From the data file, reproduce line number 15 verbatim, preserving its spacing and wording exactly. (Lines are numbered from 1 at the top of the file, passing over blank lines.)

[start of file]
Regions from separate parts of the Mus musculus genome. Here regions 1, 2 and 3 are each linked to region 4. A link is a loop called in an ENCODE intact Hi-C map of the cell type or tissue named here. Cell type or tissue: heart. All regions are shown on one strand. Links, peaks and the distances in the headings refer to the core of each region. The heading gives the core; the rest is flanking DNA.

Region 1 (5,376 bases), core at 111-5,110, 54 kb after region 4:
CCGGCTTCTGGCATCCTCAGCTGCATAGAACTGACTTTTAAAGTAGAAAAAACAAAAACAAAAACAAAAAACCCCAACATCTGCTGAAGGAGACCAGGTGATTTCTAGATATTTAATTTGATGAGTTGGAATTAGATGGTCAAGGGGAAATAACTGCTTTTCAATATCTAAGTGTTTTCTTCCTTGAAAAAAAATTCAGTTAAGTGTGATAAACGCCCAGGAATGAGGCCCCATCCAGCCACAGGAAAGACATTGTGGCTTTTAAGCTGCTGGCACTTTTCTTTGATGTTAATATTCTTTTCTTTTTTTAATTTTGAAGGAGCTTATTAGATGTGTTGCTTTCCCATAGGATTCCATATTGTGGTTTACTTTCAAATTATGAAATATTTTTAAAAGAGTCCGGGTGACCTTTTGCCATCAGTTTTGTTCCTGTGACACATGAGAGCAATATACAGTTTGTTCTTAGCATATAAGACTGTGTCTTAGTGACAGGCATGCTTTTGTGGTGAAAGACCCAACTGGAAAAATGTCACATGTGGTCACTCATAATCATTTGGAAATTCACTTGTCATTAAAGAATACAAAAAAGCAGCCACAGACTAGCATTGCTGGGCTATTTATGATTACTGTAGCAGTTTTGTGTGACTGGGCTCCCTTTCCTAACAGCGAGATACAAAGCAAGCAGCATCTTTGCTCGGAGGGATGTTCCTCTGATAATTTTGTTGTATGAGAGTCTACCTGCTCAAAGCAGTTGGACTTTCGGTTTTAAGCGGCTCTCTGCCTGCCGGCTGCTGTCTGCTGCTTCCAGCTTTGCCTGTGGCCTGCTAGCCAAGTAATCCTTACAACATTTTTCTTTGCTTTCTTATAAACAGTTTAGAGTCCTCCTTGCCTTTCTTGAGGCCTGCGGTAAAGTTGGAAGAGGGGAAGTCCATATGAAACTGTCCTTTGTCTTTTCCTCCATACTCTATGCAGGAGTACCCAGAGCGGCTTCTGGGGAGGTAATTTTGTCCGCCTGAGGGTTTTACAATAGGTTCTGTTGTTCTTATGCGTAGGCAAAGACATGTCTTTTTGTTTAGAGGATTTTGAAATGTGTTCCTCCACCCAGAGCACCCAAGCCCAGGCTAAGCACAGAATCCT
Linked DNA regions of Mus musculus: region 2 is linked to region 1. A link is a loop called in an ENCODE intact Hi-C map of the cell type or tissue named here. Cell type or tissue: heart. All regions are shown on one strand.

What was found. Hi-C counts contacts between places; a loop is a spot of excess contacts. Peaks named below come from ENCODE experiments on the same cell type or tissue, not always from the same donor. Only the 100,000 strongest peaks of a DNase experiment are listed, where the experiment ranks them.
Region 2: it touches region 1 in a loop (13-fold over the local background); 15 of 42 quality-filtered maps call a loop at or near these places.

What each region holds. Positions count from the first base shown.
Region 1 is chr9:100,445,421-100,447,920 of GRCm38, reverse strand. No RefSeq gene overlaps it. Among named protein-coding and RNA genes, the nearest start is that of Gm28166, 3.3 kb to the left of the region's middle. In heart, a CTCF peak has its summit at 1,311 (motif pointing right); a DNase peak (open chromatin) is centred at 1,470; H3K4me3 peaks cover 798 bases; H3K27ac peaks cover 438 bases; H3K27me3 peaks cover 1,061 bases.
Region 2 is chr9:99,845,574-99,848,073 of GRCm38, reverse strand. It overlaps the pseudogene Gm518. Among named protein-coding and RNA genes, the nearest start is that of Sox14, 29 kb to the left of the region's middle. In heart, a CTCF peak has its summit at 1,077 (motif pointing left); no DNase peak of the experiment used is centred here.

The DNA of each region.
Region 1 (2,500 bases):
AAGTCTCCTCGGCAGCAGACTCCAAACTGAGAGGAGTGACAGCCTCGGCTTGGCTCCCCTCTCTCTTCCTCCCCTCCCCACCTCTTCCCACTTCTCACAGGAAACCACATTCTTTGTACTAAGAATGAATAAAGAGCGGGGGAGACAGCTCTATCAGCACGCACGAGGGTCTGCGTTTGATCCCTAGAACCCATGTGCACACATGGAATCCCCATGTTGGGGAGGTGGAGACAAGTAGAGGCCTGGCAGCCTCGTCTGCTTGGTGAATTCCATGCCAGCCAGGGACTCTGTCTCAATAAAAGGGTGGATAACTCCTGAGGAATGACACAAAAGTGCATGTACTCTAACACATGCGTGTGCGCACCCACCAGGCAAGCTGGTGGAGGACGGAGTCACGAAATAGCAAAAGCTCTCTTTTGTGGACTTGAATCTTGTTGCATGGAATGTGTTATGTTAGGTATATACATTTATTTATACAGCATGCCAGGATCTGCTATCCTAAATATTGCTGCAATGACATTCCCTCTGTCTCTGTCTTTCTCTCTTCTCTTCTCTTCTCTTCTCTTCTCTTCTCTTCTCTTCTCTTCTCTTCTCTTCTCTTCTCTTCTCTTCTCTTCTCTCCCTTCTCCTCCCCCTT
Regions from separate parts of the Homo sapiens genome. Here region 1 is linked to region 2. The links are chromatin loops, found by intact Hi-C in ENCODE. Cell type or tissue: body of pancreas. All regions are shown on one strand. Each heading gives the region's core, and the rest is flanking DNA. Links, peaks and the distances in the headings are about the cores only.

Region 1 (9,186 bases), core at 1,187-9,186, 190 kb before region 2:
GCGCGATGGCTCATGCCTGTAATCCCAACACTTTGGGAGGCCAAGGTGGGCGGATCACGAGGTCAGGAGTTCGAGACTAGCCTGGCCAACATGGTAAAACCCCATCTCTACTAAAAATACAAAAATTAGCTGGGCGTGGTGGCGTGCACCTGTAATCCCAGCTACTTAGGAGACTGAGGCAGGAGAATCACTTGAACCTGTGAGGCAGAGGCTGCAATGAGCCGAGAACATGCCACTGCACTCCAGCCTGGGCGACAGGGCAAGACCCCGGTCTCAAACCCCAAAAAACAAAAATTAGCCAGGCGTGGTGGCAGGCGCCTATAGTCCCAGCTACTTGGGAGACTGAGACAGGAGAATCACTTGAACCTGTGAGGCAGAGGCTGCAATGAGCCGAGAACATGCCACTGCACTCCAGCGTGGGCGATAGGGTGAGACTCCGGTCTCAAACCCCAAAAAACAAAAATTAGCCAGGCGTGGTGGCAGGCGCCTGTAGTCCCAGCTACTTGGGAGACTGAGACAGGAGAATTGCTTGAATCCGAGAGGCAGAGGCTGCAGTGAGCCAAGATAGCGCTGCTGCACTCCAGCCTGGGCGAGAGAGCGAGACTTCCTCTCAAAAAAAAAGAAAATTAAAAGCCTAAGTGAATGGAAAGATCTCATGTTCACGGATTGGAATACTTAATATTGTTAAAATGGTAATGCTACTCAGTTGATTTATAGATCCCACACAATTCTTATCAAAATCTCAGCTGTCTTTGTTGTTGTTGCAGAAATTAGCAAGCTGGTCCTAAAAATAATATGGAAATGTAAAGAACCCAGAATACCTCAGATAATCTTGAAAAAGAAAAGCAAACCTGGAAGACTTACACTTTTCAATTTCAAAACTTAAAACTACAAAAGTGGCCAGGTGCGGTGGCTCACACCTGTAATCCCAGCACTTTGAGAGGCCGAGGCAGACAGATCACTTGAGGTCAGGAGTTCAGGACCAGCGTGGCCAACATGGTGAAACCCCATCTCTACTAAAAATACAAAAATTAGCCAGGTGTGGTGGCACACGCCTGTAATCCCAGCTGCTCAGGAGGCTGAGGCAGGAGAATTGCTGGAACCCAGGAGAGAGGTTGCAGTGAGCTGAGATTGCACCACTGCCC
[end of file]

GCGCGATGGCTCATGCCTGTAATCCCAACACTTTGGGAGGCCAAGGTGGGCGGATCACGAGGTCAGGAGTTCGAGACTAGCCTGGCCAACATGGTAAAACCCCATCTCTACTAAAAATACAAAAATTAGCTGGGCGTGGTGGCGTGCACCTGTAATCCCAGCTACTTAGGAGACTGAGGCAGGAGAATCACTTGAACCTGTGAGGCAGAGGCTGCAATGAGCCGAGAACATGCCACTGCACTCCAGCCTGGGCGACAGGGCAAGACCCCGGTCTCAAACCCCAAAAAACAAAAATTAGCCAGGCGTGGTGGCAGGCGCCTATAGTCCCAGCTACTTGGGAGACTGAGACAGGAGAATCACTTGAACCTGTGAGGCAGAGGCTGCAATGAGCCGAGAACATGCCACTGCACTCCAGCGTGGGCGATAGGGTGAGACTCCGGTCTCAAACCCCAAAAAACAAAAATTAGCCAGGCGTGGTGGCAGGCGCCTGTAGTCCCAGCTACTTGGGAGACTGAGACAGGAGAATTGCTTGAATCCGAGAGGCAGAGGCTGCAGTGAGCCAAGATAGCGCTGCTGCACTCCAGCCTGGGCGAGAGAGCGAGACTTCCTCTCAAAAAAAAAGAAAATTAAAAGCCTAAGTGAATGGAAAGATCTCATGTTCACGGATTGGAATACTTAATATTGTTAAAATGGTAATGCTACTCAGTTGATTTATAGATCCCACACAATTCTTATCAAAATCTCAGCTGTCTTTGTTGTTGTTGCAGAAATTAGCAAGCTGGTCCTAAAAATAATATGGAAATGTAAAGAACCCAGAATACCTCAGATAATCTTGAAAAAGAAAAGCAAACCTGGAAGACTTACACTTTTCAATTTCAAAACTTAAAACTACAAAAGTGGCCAGGTGCGGTGGCTCACACCTGTAATCCCAGCACTTTGAGAGGCCGAGGCAGACAGATCACTTGAGGTCAGGAGTTCAGGACCAGCGTGGCCAACATGGTGAAACCCCATCTCTACTAAAAATACAAAAATTAGCCAGGTGTGGTGGCACACGCCTGTAATCCCAGCTGCTCAGGAGGCTGAGGCAGGAGAATTGCTGGAACCCAGGAGAGAGGTTGCAGTGAGCTGAGATTGCACCACTGCCC